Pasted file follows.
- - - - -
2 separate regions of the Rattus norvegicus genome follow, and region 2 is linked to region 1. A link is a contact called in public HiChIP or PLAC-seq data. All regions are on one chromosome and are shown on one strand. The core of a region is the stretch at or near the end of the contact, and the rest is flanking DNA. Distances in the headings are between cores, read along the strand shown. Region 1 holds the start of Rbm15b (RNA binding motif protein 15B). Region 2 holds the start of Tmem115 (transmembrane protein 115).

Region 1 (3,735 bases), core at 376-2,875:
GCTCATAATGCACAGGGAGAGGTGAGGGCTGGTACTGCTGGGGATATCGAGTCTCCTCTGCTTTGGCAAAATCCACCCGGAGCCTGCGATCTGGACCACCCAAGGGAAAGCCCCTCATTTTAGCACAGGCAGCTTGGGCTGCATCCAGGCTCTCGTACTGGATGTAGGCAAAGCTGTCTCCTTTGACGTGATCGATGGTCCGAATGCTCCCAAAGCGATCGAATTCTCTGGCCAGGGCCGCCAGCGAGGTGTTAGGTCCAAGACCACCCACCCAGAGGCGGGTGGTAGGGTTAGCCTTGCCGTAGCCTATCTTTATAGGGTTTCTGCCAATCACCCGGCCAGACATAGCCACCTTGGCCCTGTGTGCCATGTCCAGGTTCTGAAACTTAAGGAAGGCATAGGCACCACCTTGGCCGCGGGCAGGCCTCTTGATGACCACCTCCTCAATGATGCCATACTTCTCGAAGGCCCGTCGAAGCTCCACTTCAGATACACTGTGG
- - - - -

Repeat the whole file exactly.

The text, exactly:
2 separate regions of the Rattus norvegicus genome follow, and region 2 is linked to region 1. A link is a contact called in public HiChIP or PLAC-seq data. All regions are on one chromosome and are shown on one strand. The core of a region is the stretch at or near the end of the contact, and the rest is flanking DNA. Distances in the headings are between cores, read along the strand shown. Region 1 holds the start of Rbm15b (RNA binding motif protein 15B). Region 2 holds the start of Tmem115 (transmembrane protein 115).

Region 1 (3,735 bases), core at 376-2,875:
GCTCATAATGCACAGGGAGAGGTGAGGGCTGGTACTGCTGGGGATATCGAGTCTCCTCTGCTTTGGCAAAATCCACCCGGAGCCTGCGATCTGGACCACCCAAGGGAAAGCCCCTCATTTTAGCACAGGCAGCTTGGGCTGCATCCAGGCTCTCGTACTGGATGTAGGCAAAGCTGTCTCCTTTGACGTGATCGATGGTCCGAATGCTCCCAAAGCGATCGAATTCTCTGGCCAGGGCCGCCAGCGAGGTGTTAGGTCCAAGACCACCCACCCAGAGGCGGGTGGTAGGGTTAGCCTTGCCGTAGCCTATCTTTATAGGGTTTCTGCCAATCACCCGGCCAGACATAGCCACCTTGGCCCTGTGTGCCATGTCCAGGTTCTGAAACTTAAGGAAGGCATAGGCACCACCTTGGCCGCGGGCAGGCCTCTTGATGACCACCTCCTCAATGATGCCATACTTCTCGAAGGCCCGTCGAAGCTCCACTTCAGATACACTGTGG